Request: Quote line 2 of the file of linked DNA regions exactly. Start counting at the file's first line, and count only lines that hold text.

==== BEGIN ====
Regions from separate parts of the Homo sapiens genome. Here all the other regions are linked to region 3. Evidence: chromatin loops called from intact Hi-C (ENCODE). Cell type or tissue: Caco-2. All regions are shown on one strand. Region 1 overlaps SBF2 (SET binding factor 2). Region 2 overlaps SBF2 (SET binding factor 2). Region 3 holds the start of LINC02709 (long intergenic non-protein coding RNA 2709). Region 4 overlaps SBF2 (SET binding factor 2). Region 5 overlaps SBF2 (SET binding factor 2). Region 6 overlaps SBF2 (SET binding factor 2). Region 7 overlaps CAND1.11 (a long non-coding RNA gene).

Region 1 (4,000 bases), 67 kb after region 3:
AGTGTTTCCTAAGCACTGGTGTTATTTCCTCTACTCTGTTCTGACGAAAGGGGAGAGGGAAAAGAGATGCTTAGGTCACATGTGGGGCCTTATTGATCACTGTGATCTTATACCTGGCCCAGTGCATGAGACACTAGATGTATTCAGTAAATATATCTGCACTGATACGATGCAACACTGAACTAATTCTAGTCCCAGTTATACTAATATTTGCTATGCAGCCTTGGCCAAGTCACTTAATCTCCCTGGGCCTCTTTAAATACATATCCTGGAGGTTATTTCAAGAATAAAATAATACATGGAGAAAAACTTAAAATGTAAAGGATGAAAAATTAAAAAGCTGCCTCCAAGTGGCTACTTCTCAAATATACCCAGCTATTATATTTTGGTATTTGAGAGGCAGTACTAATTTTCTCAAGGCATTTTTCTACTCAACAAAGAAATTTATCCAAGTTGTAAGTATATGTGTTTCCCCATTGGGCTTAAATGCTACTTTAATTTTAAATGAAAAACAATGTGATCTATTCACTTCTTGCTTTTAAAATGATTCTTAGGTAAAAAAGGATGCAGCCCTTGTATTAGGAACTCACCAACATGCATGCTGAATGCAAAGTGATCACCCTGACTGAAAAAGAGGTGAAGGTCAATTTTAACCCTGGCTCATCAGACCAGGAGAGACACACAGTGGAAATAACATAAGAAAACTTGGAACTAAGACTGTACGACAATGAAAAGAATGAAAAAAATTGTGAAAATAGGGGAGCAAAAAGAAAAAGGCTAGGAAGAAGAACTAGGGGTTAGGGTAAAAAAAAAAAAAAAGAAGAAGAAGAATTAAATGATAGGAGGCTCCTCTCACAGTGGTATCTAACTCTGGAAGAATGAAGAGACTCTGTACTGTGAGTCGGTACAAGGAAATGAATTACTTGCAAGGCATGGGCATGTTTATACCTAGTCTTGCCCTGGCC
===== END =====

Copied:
Region 1 (4,000 bases), 67 kb after region 3: